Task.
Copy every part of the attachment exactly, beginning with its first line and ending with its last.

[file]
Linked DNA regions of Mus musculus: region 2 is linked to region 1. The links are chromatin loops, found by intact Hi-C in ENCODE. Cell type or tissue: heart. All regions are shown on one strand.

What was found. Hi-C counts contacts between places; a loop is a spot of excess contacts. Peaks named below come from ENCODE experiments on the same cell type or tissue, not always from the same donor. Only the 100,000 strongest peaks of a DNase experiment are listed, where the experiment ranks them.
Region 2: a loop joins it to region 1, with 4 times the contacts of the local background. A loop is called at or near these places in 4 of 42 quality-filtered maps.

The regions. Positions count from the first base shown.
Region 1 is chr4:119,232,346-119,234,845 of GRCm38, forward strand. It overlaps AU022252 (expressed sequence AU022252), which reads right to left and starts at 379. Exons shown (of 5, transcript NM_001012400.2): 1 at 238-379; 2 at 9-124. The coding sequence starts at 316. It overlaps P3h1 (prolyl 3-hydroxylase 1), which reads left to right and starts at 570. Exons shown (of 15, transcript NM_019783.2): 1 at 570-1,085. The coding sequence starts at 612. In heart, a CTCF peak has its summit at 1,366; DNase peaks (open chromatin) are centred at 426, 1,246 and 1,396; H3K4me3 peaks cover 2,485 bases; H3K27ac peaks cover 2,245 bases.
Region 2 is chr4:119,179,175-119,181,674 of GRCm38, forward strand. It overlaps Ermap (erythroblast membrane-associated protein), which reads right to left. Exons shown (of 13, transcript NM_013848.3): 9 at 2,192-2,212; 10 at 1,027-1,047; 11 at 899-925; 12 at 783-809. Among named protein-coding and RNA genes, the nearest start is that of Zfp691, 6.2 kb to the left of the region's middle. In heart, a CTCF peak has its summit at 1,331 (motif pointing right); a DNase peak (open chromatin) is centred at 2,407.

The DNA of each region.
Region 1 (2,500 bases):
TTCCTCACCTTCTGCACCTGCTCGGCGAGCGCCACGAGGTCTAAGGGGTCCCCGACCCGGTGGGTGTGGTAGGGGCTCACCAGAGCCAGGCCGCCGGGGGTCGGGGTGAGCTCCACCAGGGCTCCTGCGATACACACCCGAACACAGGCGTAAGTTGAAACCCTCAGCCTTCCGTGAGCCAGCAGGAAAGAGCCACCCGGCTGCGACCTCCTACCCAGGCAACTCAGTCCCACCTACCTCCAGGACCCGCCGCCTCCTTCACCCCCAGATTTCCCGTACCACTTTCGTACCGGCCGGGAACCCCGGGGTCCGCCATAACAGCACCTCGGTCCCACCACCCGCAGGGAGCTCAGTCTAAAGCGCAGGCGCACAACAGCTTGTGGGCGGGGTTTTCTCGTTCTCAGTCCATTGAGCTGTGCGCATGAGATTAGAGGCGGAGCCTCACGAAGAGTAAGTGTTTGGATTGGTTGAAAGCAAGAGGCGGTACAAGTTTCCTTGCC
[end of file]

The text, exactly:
Linked DNA regions of Mus musculus: region 2 is linked to region 1. The links are chromatin loops, found by intact Hi-C in ENCODE. Cell type or tissue: heart. All regions are shown on one strand.

What was found. Hi-C counts contacts between places; a loop is a spot of excess contacts. Peaks named below come from ENCODE experiments on the same cell type or tissue, not always from the same donor. Only the 100,000 strongest peaks of a DNase experiment are listed, where the experiment ranks them.
Region 2: a loop joins it to region 1, with 4 times the contacts of the local background. A loop is called at or near these places in 4 of 42 quality-filtered maps.

The regions. Positions count from the first base shown.
Region 1 is chr4:119,232,346-119,234,845 of GRCm38, forward strand. It overlaps AU022252 (expressed sequence AU022252), which reads right to left and starts at 379. Exons shown (of 5, transcript NM_001012400.2): 1 at 238-379; 2 at 9-124. The coding sequence starts at 316. It overlaps P3h1 (prolyl 3-hydroxylase 1), which reads left to right and starts at 570. Exons shown (of 15, transcript NM_019783.2): 1 at 570-1,085. The coding sequence starts at 612. In heart, a CTCF peak has its summit at 1,366; DNase peaks (open chromatin) are centred at 426, 1,246 and 1,396; H3K4me3 peaks cover 2,485 bases; H3K27ac peaks cover 2,245 bases.
Region 2 is chr4:119,179,175-119,181,674 of GRCm38, forward strand. It overlaps Ermap (erythroblast membrane-associated protein), which reads right to left. Exons shown (of 13, transcript NM_013848.3): 9 at 2,192-2,212; 10 at 1,027-1,047; 11 at 899-925; 12 at 783-809. Among named protein-coding and RNA genes, the nearest start is that of Zfp691, 6.2 kb to the left of the region's middle. In heart, a CTCF peak has its summit at 1,331 (motif pointing right); a DNase peak (open chromatin) is centred at 2,407.

The DNA of each region.
Region 1 (2,500 bases):
TTCCTCACCTTCTGCACCTGCTCGGCGAGCGCCACGAGGTCTAAGGGGTCCCCGACCCGGTGGGTGTGGTAGGGGCTCACCAGAGCCAGGCCGCCGGGGGTCGGGGTGAGCTCCACCAGGGCTCCTGCGATACACACCCGAACACAGGCGTAAGTTGAAACCCTCAGCCTTCCGTGAGCCAGCAGGAAAGAGCCACCCGGCTGCGACCTCCTACCCAGGCAACTCAGTCCCACCTACCTCCAGGACCCGCCGCCTCCTTCACCCCCAGATTTCCCGTACCACTTTCGTACCGGCCGGGAACCCCGGGGTCCGCCATAACAGCACCTCGGTCCCACCACCCGCAGGGAGCTCAGTCTAAAGCGCAGGCGCACAACAGCTTGTGGGCGGGGTTTTCTCGTTCTCAGTCCATTGAGCTGTGCGCATGAGATTAGAGGCGGAGCCTCACGAAGAGTAAGTGTTTGGATTGGTTGAAAGCAAGAGGCGGTACAAGTTTCCTTGCC